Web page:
Belle and Sebastian’s Stuart Murdoch has been working on his “God Help The Girl’ project intermittently for the last five years. God Help The Girl will play their first (and last) shows this month starting with a performance with Tegan and Sara at the Crossing Border Festival in The Hague. More details below.

God Help The Girl will also be playing at the 100 Club in London (November 21st) and at the Usher Hall in Edinburgh (November 29). Each show will be unique – in The Hague, they will be appearing with Tegan and Sara, and in Edinburgh the BBC Scottish Symphony Orchestra will join in for a special BBC Scotland curated show. The 9 piece band includes three of the vocalists who featured on the album – Catherine Ireton, Celia Garcia and Alex Klobouk – and will be playing songs from the album and its counterpart EP, “Stills.”

The New York Times wrote a feature article on Stuart and “God Help The Girl” earlier this year:

More Songs About Feelings and Women

On a damp April night, Stuart Murdoch sat at the piano in his Glasgow West End apartment and struggled to finish another sad song. It’s not as easy as it once was. Now beautiful women distract him. Perched next to Murdoch was Catherine Ireton, a singer from Ireland who features prominently in Murdoch’s new project, a movie musical he hasn’t quite finished writing. She texted while Murdoch hummed a melody. His wife, Marisa Privitera, was curled up on a nearby couch. She bears a striking resemblance to the French New Wave actress Jean Seberg, Murdoch’s favorite screen heroine — a likeness that was hard to miss, since she sat under a poster of Godard’s “Breathless” that featured Seberg. Murdoch played a few notes, but then stopped abruptly.“Marisa, what are you doing?”

Privitera looked up guiltily from her laptop. “Oh, sorry, I was just Facebooking,” she said. “That probably can wait.”

Her husband sighed dramatically. “Yes, please wait if you don’t mind,” he said. “We can give you a shaker if you need something to do.”

He started playing again. “When I was sick and alone, songs came out fully formed,” Murdoch had told me earlier. “I became obsessed with writing about people in terrible situations, people who didn’t have a voice.” He ran his slender hand through strawberry blond hair. “Then I tried to get happy, that happiness you feel when you start acting like a 12-year-old again.” Murdoch let out a mirthful laugh. “I started thinking about girls. The sad songs don’t come as fast anymore.”

Since 1996, Murdoch has been the lead singer and primary songwriter for Belle and Sebastian, the critically acclaimed Scottish indie-pop band. (Indie pop is literate, low-fidelity, oft-downbeat music that doesn’t sell very well and is usually distributed by undercapitalized independent record labels.) Even more than in mainstream rock, misunderstood outsiders populate the songs of the indie-pop universe. Murdoch is uniquely qualified to write about them. As a teenager, he worked as a roadie at rock shows around Glasgow, and his co-workers nicknamed him Primrose because of his slight build and shy demeanor. He then spent much of his 20s alone, suffering from myalgic encephalomyelitis, a chronic-fatigue-syndrome-like illness. His songs are filled with lonely girls who dream of stolen horses, misfit students constructing clay models of the Velvet Underground — the ur-indie band — and iconoclasts worried about, as a line in one of his songs puts it, becoming part of “another century of fakers.”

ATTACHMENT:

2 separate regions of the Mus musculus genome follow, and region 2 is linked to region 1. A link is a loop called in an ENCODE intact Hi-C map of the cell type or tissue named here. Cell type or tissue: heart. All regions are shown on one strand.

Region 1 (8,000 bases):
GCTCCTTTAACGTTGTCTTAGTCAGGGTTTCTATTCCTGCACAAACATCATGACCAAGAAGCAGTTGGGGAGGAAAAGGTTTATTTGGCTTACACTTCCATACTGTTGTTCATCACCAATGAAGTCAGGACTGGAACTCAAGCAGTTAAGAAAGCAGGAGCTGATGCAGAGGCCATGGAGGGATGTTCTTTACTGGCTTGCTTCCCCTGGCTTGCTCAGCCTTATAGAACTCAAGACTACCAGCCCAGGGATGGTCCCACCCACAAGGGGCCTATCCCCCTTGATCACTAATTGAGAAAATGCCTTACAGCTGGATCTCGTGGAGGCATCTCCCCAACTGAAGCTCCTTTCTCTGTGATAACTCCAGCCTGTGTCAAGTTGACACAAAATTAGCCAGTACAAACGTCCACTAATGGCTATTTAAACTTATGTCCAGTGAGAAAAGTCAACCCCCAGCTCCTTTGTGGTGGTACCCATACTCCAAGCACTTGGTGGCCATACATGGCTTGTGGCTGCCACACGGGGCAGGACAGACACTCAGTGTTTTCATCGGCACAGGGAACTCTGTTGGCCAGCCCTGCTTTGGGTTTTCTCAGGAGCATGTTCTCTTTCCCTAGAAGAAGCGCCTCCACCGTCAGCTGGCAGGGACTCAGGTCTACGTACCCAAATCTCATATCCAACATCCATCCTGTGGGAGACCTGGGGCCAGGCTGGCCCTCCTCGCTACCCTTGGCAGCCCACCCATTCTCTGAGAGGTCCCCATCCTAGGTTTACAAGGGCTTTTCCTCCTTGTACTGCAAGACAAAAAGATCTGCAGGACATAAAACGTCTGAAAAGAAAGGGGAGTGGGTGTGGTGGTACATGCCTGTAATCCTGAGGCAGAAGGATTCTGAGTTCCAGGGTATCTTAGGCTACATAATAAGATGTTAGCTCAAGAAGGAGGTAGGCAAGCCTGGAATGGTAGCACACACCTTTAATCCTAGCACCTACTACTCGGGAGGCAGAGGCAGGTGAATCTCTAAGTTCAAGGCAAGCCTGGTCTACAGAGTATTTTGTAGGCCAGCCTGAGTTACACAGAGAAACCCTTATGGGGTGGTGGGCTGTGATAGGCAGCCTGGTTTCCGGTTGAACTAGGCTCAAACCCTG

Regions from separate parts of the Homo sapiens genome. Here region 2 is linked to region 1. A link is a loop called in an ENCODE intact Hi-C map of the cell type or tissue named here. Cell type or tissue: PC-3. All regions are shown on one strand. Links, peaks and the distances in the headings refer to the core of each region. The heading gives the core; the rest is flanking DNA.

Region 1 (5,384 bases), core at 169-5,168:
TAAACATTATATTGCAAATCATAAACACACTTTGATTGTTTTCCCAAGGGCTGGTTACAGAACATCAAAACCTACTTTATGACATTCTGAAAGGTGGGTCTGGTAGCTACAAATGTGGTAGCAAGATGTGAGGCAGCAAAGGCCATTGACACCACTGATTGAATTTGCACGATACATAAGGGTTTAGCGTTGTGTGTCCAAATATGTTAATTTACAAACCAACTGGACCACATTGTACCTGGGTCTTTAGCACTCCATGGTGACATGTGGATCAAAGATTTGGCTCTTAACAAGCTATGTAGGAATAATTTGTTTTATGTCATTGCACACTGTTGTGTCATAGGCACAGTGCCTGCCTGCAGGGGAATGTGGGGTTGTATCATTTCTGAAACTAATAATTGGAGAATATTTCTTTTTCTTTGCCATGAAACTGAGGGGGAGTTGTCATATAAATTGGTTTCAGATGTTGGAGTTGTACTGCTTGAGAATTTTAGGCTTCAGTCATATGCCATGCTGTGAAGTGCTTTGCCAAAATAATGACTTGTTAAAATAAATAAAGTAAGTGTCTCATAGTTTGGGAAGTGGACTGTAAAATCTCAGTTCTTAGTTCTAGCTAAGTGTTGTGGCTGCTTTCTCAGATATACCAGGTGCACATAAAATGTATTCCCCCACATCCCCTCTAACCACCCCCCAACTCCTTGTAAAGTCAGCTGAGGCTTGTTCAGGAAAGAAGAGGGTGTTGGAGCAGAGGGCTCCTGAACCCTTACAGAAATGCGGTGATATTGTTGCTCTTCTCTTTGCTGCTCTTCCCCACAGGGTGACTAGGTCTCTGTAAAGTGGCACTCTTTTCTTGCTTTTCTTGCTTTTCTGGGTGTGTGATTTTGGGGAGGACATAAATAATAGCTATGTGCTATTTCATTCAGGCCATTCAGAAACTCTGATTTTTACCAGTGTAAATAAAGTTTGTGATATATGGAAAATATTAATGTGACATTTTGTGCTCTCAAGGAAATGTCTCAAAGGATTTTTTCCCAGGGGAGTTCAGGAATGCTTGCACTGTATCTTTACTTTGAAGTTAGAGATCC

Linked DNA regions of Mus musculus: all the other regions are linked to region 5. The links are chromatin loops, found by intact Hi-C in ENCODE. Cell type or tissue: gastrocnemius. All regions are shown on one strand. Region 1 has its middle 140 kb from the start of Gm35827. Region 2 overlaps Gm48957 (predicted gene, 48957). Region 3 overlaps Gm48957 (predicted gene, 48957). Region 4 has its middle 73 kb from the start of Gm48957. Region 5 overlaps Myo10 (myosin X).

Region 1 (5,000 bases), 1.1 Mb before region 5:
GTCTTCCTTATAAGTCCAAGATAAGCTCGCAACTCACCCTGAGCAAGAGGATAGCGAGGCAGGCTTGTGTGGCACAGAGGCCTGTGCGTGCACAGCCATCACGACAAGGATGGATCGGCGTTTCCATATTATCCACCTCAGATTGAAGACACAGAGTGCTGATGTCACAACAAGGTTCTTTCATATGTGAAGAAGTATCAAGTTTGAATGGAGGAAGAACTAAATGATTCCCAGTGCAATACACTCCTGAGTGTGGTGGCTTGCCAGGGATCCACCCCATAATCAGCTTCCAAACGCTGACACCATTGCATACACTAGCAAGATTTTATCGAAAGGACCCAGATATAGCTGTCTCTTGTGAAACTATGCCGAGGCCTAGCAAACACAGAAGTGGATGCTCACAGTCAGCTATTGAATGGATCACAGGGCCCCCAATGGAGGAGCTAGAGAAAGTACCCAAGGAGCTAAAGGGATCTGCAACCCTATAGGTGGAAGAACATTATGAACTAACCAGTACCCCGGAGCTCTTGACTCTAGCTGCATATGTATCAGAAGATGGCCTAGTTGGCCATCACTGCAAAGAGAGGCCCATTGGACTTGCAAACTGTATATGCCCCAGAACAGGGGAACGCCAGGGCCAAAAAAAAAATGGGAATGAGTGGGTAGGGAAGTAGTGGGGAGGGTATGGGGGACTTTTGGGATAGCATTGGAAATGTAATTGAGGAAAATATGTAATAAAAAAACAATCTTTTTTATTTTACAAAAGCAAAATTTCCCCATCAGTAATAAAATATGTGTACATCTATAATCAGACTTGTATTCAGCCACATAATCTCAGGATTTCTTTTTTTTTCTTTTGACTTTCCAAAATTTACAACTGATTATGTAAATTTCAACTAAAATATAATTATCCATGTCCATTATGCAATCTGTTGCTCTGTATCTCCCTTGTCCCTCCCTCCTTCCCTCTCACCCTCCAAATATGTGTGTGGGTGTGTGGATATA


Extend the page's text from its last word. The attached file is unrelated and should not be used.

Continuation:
Murdoch recruited the other six members of Belle and Sebastian for their shared sensibility rather than their musical chops. The band provided the perfect accompaniment to Murdoch’s wistful, sometimes lisping voice. Swirling guitars and jaunty piano and horns sometimes created a deceptively upbeat counterpoint to his wry yet bleak wordplay but could also combine to create serotonin-lowering tunes reminiscent of the sadly beautiful songs of Morrissey and Nick Drake, two of Murdoch’s great influences.

But writing sad songs can mean a harsh life. Drake committed suicide at 26, and Morrissey remains miserable at 50 — a vegetarian, he recently delayed a show because he smelled cooked meat from the stage. Murdoch just turned 40 and is trying to escape the cul-de-sac of outsider angst. He has reinvented himself as a Glaswegian Burt Bacharach on the band’s last two albums, replacing world-weariness with a more mainstream pop theme: a weakness for the ladies. One song from 2004, “I’m A Cuckoo,” more Motown than Scottish bed-sit music, became the band’s highest-charting single in Britain to that point, but not everyone was happy. Belle and Sebastian’s fans are famously devout — Murdoch is a regular churchgoer, and one fan showed up at his parish with Murdoch’s song lyrics tattooed on his arms — and many were angry with the new direction.

Murdoch’s health has improved remarkably, but he still moves gingerly, as if he doesn’t want to wake his own body. After playing for a while, he rose slowly from the piano and refreshed everyone’s drink. “We lost a lot of the original fans when I stopped being miserable,” Murdoch told me recently. “But the only thing worse than being miserable is sentimentalizing misery as a desired state.”

Read the full article at:

‘More Songs about Feelings and Women’ by Stephen Rodrick, New York Times, June 26, 2009

The aforementioned ‘Stills’ EP – which contains five more tracks from the 2007 recording sessions for God Help The Girl, is now available digitally from all the usual online outlets.
You can preview the title track here – and download high quality audio files of it for free in exchange for an e-mail address, here: